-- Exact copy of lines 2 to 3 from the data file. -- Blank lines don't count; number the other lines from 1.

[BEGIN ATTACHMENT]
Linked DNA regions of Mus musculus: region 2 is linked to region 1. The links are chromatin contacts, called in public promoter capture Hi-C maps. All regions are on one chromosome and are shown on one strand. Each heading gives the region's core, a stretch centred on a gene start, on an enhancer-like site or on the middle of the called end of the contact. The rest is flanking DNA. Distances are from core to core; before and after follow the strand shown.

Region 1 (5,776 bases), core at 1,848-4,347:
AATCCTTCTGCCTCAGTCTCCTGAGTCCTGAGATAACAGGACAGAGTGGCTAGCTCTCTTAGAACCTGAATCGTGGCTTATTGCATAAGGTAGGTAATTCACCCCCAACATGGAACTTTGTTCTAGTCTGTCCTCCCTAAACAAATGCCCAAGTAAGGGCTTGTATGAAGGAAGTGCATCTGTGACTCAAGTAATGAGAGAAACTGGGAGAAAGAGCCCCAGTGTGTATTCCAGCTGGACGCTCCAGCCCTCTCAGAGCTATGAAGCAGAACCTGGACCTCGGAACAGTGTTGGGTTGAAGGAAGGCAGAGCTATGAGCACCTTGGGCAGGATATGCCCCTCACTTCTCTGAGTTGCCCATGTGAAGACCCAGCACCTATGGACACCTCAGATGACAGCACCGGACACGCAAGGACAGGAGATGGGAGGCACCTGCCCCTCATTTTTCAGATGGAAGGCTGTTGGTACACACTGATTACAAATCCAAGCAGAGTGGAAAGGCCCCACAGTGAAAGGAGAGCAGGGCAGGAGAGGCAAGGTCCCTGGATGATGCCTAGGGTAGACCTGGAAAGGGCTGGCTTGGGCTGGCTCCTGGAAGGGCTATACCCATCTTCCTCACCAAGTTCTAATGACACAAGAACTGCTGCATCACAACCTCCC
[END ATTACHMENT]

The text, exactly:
Region 1 (5,776 bases), core at 1,848-4,347:
AATCCTTCTGCCTCAGTCTCCTGAGTCCTGAGATAACAGGACAGAGTGGCTAGCTCTCTTAGAACCTGAATCGTGGCTTATTGCATAAGGTAGGTAATTCACCCCCAACATGGAACTTTGTTCTAGTCTGTCCTCCCTAAACAAATGCCCAAGTAAGGGCTTGTATGAAGGAAGTGCATCTGTGACTCAAGTAATGAGAGAAACTGGGAGAAAGAGCCCCAGTGTGTATTCCAGCTGGACGCTCCAGCCCTCTCAGAGCTATGAAGCAGAACCTGGACCTCGGAACAGTGTTGGGTTGAAGGAAGGCAGAGCTATGAGCACCTTGGGCAGGATATGCCCCTCACTTCTCTGAGTTGCCCATGTGAAGACCCAGCACCTATGGACACCTCAGATGACAGCACCGGACACGCAAGGACAGGAGATGGGAGGCACCTGCCCCTCATTTTTCAGATGGAAGGCTGTTGGTACACACTGATTACAAATCCAAGCAGAGTGGAAAGGCCCCACAGTGAAAGGAGAGCAGGGCAGGAGAGGCAAGGTCCCTGGATGATGCCTAGGGTAGACCTGGAAAGGGCTGGCTTGGGCTGGCTCCTGGAAGGGCTATACCCATCTTCCTCACCAAGTTCTAATGACACAAGAACTGCTGCATCACAACCTCCC